in the Cloud
While there's more talk than actual use of cloud computing in the enterprise, a Zeus Technology survey looks at the beginnings of a major shift.
It's hard enough to manage one data center successfully, but as cloud computing evolves, it appears that IT organizations will have to learn how to manage application workloads running across multiple data centers.
That's because cloud computing is essentially distributed computing on steroids. In some cases, application workloads will be running on both an internal private cloud and on public cloud computing services. This hybrid scenario will be particularly likely for an IT organization managing global operations where it's not feasible to have a data center in each part of the world.
It appears to be happening faster than most people think. A survey of 100 IT managers in the United States conducted by Vanson Bourne on behalf of Zeus Technology, a provider of application delivery controllers, found that about 40 percent said they plan to or already have deployed an enterprise application on a private or public cloud. The vast majority also said they were worried about the performance of those applications.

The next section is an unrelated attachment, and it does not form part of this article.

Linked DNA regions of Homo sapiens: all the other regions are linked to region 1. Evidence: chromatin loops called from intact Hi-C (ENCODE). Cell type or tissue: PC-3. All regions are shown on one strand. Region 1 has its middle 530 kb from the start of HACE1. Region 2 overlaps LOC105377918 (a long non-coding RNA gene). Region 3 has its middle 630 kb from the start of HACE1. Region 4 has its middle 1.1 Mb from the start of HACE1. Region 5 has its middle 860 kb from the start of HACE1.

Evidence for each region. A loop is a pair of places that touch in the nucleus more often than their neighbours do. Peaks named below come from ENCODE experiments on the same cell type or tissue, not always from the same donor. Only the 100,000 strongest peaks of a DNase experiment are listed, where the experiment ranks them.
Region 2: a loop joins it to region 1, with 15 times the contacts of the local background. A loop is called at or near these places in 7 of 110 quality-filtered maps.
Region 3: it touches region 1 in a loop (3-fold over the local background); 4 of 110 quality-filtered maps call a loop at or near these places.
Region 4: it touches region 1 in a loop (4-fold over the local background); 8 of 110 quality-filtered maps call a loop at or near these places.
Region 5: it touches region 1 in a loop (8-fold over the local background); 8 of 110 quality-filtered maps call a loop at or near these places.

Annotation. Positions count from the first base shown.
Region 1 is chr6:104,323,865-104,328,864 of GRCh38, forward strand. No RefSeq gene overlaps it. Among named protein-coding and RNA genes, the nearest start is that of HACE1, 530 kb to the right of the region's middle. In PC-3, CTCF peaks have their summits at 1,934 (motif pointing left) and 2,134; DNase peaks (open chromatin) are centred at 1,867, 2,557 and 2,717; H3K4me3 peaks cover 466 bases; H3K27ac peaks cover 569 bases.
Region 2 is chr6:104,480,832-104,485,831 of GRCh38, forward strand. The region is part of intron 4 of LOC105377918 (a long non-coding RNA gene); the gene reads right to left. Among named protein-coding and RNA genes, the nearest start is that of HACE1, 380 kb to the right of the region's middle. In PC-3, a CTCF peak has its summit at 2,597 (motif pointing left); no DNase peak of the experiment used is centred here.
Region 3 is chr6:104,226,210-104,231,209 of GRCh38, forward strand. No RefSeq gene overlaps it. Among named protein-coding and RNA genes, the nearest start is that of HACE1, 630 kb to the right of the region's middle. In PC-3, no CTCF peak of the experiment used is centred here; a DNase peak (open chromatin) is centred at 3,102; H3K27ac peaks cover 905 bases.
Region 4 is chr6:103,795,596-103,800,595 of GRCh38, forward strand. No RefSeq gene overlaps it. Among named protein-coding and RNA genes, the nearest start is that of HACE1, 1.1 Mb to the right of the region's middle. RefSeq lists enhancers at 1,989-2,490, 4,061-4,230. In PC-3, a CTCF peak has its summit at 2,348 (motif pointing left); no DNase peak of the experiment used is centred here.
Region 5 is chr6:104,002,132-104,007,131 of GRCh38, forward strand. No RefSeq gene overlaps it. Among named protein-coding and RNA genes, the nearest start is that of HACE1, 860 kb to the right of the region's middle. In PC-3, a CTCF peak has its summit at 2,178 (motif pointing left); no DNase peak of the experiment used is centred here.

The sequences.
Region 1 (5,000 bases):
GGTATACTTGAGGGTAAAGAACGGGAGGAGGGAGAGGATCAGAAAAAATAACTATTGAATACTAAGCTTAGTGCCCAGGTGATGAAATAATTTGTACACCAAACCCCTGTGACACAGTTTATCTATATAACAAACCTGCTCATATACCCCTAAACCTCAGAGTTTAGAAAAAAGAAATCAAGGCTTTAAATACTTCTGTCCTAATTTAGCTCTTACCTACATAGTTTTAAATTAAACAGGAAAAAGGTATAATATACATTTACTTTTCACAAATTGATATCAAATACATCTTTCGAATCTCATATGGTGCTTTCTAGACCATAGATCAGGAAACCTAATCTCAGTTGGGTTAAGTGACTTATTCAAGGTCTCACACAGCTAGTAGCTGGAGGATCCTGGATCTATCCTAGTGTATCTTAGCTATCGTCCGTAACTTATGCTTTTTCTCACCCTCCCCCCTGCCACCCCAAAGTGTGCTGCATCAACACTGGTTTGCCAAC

Zeus Technology CEO Paul Brennan says most IT organizations don't appreciate the real challenges of trying to balance workloads across geographically distributed data centers. In many cases, the emergence of cloud computing will cause many IT organizations to rethink their entire approach to IT infrastructure. Though geographically distributed, it still needs to be centrally managed. To that end, Zeus today unveiled the Zeus Elastic Application Delivery platform, which allows mutiple application workloads to be balanced across a distributed set of application-delivery controllers.
IT organizations just can't afford to have people everywhere. And while it might be difficult to move an existing application in the cloud, next-generation enterprise applications will be built specifically to run in the cloud. And once that happens, it will be too late to try to figure out to re-architect the underlying IT infrastructure to keep pace.